Foodservice Equipment & Supplies

The Quarterly Product Q4 2018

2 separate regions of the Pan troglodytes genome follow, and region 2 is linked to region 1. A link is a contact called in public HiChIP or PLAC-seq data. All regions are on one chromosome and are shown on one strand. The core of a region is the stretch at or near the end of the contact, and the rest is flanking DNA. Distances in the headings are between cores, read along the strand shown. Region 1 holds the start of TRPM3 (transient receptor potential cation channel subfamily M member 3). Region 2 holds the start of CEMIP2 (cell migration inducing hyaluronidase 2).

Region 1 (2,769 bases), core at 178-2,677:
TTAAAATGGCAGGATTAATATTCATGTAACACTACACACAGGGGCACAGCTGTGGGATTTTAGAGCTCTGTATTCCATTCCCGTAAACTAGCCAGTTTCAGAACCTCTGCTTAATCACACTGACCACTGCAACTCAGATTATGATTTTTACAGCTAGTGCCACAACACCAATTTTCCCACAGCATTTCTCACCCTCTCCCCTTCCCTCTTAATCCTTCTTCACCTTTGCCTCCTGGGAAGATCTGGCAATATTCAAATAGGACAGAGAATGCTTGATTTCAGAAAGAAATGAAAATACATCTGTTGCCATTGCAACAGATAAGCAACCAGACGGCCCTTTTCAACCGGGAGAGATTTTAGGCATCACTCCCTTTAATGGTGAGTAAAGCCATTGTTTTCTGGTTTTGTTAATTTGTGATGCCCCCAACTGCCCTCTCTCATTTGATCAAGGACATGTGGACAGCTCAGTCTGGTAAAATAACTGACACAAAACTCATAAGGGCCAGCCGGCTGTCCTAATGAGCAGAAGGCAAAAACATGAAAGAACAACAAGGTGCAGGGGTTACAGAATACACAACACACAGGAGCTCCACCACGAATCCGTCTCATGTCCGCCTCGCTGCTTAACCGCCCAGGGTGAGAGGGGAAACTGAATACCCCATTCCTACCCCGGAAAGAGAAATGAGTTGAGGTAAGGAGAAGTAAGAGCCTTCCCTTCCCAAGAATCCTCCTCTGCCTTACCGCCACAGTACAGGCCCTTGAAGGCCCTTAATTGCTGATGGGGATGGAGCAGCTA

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26 Q4 2018 THE QUARTERLY Refrigerated Chef Bases Refrigerated chef's bases hold cooking equipment, such as grills, griddles or ranges on top, while providing refrig- erated storage below for ingredients. These units are most often used to store burgers, chicken and steak for short periods prior to cooking on the griddle or grill atop the base. Refrigerated chefs bases are not recommended for long-term storage; rather, these are designated for cold storage of immediate use prod- ucts on the cook line. Generally, refrigerated chef bases are categorized by length. Kitchens vary in terms of the amount of cook- ing equipment that sits on top, so manufacturers offer multiple sizes that accommodate various formats. Still, all have basically the same configuration, and the height is critical for these cook stations. While the bases are about 21 inches, with griddles or charbroilers on top, the total height is about 32 inches. Depths range from 32 to 34 inches front to back and widths are 24, 36, 48 or 60 inches, depending on the cooking equipment used above. Typically, chef bases have all-stainless-steel fronts, tops and sides with a matching aluminum-finished back. These units consist of 6-inch legs or 6-inch seismic legs and a heavy-duty, 16-gauge stainless steel top. The standard is a marine edge or a raised angled edge around the top of the unit that helps keep cooking equipment from sliding off the top. The flat top is used if the leg of the cooking equipment requires an area around the bor- der of the top to sit on. Back splashes or guards can be bolted to the unit's back or sides. A digital controller or display is the preferred way of measuring this equipment's interior temperatures. Refrig- erated chef's bases are rated NSF-7 for open food. There are not many options for this equipment, other than alternative drawer configurations to hold different pan sizes. It's important to note that the cooking equipment sit- ting on top of these bases must have 4-inch legs installed. If the appropriate clearance is not provided, the heat from the equipment above could melt the foam on the top of the unit and affect temperatures inside. Purchasing Considerations When purchasing a refrigerated chef base operators need to weigh a variety of factors, according to Edward Arons, senior associate, Colburn Guyette Foodservice Designers, Rockland, Mass. These include: Environment: Chef bases can differ in durability, so consider if the operation requires something heavy duty or standard. Think of the environment: Is it high volume and fast paced with many kitchen staff? This may con- stitute a heavy-duty model. For a small operation with limited hours and staff, a standard-duty base may work. Next is the length required. How much product will be held? Will this unit be under a counter, built-in or require a work top? The number of equipment pieces on top will drive how long the base needs to be. Top Edge: Chef bases typically come with a flat edge or marine edge. If spills and drips are expected, then a marine edge might be the right choice. Those tight on space should consider the flat edge, which makes the best use of the top. Determine all of the equipment dimen- sions and look at the equipment leg configurations to allow for enough flat surface on top. Ventilation: Like all refrigerators, these units will exhaust warm air, and this needs to be taken into account. Ensure that the air flow around the base location will be enough per the manufacturer's recommendations and that the compressor is accessible for cleaning and mainte- nance. A feature offered by some manufacturers is a self- cleaning condenser device that will brush the condenser daily and keep it clean. This should add to a longer life for the chef's base, since it will be preventing any build-up on the compressor housing. If air movement or clearance may be an issue, another option is to remote the com- pressor in another location. Weight Limit: It's easy to overlook how much the chef's base can hold. Lightweight items don't require a heavy-duty base, but heavier items will need a unit with a higher weight limit. Also consider the unit's construction, how it's framed and the gauge of stainless steel. The more drawers, the easier to organize food types. Separate drawers minimizes flavor transfer between different items. Legs or Casters: Is a mobile base needed for ease of cleaning? If using high heat cooking equipment or hot liquids on the base, then non-mobile with legs may be a better option. If the unit is mobile, flexible gas hoses with a quick disconnect or longer electrical cords will be needed. Cleaning & Maintenance The refrigerated chef base helps provide convenient access to key ingredients on the cook line. In addition to storing ingredients, these units' construction helps provide sturdy, durable surfaces for fryers, grills and cooktop ranges. When cleaning and maintaining this equipment, operators should keep a number of things in mind. "Poor ventilation will cause the refrigerator to not reject heat

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